–Finish your school year off strong
–Register for the October SAT if haven’t taken it or want to try again
–Choose which colleges you want to visit during the summer
–Use the easy Campus Visit Planner to help organize trips
–Request information and application materials from colleges
–Schedule an interview for when you plan to visit campus
–Review applications so you know what you’ll need
–Visit college campuses, take tours and interviews
–Narrow down list of colleges you will apply to
–Start rough drafts for college essays
–Register for September ACT if haven’t take it or want to try again
–Contact friends, or friends of friends, at the colleges you’re interested in to ask questions
–Create a organization system to keep track of the colleges you’re applying to and the materials that correspond
–Keep working on college essays
–Have in mind a couple teachers you would like to ask for recommendations
If you keep up with these things, you won’t be as stressed when you head back to high school as a senior.
Do you have any steps we should add to the list? Comment and let us know!
Many college-bound students are familiar with the terms “big school” or “small school”, but the words don’t actually mean anything until they step foot into their first 500-person lecture. Some students are more than happy to learn from the back of a massive lecture hall, quietly taking notes. Others might feel stifled by the mass of people surrounding them.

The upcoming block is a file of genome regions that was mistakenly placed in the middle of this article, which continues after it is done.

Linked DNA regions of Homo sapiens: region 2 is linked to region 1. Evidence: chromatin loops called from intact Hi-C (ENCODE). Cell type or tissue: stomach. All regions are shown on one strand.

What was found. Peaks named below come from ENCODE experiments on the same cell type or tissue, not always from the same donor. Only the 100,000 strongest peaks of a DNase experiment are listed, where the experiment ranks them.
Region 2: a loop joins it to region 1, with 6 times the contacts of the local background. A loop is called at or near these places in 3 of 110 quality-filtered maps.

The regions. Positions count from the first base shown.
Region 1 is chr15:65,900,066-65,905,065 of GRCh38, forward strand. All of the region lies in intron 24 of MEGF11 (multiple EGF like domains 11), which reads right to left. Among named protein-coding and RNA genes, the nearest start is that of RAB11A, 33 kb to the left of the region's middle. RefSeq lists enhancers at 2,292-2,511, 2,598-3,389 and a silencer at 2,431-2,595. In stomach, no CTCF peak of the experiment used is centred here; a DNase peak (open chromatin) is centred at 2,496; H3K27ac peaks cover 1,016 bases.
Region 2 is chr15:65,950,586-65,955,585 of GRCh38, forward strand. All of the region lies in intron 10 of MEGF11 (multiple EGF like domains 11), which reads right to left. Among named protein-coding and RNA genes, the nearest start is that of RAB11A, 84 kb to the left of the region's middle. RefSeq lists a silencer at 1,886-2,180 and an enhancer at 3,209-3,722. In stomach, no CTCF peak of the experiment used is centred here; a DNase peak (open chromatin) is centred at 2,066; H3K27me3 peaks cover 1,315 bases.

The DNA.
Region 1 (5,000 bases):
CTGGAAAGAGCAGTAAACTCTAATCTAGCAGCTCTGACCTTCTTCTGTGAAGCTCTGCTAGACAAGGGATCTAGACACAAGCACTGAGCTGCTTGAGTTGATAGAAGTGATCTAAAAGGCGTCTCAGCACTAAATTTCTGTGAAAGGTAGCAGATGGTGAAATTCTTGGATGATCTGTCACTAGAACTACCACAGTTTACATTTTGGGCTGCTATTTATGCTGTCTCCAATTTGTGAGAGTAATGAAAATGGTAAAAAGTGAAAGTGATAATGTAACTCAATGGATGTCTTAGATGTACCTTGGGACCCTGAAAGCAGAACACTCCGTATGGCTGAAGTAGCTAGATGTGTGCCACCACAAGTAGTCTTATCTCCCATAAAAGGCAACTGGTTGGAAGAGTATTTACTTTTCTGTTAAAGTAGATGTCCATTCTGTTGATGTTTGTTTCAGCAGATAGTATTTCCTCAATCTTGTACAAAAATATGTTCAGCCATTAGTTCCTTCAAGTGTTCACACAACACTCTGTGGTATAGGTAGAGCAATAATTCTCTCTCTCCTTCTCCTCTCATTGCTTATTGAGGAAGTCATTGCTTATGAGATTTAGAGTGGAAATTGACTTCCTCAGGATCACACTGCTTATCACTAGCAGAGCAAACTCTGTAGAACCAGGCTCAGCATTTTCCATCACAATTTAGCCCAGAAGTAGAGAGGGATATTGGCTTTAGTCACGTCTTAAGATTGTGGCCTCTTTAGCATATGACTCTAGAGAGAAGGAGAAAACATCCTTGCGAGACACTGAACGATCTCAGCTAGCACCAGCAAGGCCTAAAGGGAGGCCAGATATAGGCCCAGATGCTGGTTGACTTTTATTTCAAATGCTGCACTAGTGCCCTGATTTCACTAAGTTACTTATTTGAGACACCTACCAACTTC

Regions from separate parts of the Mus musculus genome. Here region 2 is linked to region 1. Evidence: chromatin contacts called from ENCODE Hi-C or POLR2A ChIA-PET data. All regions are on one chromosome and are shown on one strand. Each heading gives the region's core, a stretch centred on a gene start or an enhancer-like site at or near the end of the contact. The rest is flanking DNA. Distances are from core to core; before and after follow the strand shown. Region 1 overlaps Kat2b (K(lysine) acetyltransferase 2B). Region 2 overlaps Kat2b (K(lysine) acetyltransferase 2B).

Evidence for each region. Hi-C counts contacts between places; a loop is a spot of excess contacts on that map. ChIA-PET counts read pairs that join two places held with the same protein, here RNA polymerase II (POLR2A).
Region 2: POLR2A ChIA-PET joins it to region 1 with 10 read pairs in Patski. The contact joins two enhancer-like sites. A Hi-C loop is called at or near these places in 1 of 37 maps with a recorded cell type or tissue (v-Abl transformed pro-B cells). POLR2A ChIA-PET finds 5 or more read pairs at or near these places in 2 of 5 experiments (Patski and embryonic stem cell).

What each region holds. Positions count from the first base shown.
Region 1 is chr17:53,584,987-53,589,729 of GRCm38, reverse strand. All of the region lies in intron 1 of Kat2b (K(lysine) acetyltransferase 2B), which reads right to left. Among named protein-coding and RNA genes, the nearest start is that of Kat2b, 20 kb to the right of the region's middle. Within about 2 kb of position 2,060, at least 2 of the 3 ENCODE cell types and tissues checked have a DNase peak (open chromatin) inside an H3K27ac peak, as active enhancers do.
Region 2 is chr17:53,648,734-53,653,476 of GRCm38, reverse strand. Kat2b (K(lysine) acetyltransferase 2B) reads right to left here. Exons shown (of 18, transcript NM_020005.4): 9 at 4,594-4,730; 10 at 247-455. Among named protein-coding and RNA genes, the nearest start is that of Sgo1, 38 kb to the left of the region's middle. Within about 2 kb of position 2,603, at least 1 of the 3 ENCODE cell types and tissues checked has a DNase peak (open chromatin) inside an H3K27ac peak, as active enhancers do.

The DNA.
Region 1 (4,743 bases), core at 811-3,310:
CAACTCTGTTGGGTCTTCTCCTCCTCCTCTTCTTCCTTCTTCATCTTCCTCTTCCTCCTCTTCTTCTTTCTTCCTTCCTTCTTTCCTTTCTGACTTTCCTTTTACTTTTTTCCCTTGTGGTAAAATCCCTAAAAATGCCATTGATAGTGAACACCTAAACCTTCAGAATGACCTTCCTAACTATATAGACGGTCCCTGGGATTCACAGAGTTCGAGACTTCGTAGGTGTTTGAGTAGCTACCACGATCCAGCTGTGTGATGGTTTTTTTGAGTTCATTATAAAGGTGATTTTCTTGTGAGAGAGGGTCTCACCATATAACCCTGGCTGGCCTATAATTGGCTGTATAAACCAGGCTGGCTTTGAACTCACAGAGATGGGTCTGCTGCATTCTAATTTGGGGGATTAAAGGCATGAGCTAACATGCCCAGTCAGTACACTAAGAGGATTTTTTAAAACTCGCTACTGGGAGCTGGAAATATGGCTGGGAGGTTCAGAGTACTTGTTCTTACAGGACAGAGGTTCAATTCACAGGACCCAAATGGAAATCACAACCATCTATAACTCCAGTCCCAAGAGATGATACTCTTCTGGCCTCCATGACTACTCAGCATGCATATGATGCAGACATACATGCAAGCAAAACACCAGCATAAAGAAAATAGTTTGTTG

If you’re a person who learns best with one-on-one support, a lot of attention, and you generally prefer to sit in the front of the class, a college with small classes might be the right fit for you.
U.S. News & World Report recently published the top 10 colleges and universities that offer the greatest percentage of small classes. Here they are:
1. New School
Percentage of Classes with Fewer Than 20 Students: 91.4%